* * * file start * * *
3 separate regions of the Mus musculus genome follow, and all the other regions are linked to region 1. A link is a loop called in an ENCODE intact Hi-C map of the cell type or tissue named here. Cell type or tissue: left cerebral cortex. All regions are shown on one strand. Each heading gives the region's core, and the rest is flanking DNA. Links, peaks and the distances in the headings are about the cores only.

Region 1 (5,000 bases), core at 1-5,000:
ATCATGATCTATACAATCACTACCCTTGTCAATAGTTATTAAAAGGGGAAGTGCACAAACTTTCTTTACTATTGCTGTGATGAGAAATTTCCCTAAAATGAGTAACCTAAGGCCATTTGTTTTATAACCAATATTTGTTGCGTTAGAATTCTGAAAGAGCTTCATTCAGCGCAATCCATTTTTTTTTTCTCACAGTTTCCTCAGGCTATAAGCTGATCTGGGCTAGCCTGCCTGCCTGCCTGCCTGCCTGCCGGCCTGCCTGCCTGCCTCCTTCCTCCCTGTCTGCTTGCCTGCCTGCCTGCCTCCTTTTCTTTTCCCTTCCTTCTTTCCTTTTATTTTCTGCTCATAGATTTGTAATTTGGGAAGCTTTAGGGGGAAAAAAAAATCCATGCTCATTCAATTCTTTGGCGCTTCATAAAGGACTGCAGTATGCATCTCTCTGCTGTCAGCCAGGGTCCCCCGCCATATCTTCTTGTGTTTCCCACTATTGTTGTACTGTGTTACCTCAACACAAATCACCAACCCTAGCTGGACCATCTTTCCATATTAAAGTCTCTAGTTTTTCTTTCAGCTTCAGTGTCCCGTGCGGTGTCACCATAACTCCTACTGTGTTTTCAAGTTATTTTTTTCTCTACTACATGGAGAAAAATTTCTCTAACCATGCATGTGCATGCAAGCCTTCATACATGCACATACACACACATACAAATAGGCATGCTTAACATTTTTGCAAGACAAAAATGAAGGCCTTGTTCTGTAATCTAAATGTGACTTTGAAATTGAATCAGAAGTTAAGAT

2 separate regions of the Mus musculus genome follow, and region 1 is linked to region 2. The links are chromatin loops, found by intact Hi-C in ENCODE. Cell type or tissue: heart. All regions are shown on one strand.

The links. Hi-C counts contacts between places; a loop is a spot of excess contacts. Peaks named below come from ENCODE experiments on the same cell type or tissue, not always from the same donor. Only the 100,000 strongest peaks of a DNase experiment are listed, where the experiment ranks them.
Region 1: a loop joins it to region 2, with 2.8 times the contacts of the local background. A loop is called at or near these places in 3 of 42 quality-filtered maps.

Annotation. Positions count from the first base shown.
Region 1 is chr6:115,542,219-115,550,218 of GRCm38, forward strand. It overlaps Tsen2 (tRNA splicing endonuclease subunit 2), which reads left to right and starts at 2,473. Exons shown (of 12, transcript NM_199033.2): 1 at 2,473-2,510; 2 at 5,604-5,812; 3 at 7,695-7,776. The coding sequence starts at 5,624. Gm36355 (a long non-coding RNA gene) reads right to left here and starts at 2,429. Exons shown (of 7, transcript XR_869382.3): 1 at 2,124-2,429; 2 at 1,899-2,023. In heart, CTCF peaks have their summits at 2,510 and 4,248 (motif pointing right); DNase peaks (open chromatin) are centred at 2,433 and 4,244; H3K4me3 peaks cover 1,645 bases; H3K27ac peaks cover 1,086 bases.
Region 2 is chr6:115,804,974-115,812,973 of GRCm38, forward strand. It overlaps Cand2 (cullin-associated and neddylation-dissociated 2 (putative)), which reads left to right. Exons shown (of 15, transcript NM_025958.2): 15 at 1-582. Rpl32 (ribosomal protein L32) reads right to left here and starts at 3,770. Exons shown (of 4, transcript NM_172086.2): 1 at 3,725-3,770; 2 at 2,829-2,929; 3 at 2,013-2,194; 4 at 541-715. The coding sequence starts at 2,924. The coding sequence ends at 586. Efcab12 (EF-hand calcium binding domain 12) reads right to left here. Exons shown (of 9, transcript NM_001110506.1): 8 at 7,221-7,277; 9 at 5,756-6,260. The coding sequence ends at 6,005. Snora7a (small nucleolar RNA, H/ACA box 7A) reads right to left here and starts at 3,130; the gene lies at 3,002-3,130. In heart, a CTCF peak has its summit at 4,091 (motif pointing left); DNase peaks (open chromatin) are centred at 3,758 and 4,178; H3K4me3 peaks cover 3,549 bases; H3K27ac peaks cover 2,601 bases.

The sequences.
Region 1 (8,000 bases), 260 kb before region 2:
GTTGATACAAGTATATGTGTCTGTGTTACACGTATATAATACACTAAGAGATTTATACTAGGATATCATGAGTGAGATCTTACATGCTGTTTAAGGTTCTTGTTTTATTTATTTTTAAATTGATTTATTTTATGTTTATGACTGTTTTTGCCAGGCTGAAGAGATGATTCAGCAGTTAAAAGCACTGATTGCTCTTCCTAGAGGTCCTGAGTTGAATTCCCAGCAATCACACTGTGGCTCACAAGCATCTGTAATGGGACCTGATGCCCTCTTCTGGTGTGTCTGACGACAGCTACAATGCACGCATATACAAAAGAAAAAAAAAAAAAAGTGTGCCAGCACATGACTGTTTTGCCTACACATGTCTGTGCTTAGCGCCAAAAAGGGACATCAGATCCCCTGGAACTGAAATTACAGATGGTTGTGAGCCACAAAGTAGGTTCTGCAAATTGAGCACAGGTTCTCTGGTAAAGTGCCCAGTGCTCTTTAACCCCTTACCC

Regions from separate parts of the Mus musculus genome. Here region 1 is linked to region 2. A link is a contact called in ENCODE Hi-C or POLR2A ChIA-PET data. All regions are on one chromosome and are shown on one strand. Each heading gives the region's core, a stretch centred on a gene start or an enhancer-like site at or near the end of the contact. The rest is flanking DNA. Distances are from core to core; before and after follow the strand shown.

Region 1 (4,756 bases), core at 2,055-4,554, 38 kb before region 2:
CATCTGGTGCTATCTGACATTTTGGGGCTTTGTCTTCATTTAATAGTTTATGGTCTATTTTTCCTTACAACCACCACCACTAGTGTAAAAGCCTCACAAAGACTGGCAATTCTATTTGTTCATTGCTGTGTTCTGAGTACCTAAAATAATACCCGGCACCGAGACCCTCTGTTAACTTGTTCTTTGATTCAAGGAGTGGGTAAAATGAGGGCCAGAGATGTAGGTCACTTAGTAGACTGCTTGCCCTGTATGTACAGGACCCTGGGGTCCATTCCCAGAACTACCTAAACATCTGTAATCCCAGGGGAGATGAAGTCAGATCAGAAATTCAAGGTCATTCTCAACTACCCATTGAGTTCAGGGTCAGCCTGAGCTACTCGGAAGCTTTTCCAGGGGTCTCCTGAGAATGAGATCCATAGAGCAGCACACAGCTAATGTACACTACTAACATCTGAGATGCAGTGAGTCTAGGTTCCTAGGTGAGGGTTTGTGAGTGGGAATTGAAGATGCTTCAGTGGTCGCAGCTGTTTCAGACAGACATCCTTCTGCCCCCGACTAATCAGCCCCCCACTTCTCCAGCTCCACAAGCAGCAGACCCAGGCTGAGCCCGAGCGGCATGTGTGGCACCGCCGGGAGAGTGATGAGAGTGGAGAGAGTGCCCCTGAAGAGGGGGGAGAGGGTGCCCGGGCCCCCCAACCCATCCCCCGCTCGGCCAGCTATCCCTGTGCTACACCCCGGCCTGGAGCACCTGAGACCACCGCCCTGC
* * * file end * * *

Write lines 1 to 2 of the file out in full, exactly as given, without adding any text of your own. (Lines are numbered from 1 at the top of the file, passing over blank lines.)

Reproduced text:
3 separate regions of the Mus musculus genome follow, and all the other regions are linked to region 1. A link is a loop called in an ENCODE intact Hi-C map of the cell type or tissue named here. Cell type or tissue: left cerebral cortex. All regions are shown on one strand. Each heading gives the region's core, and the rest is flanking DNA. Links, peaks and the distances in the headings are about the cores only.

Region 1 (5,000 bases), core at 1-5,000: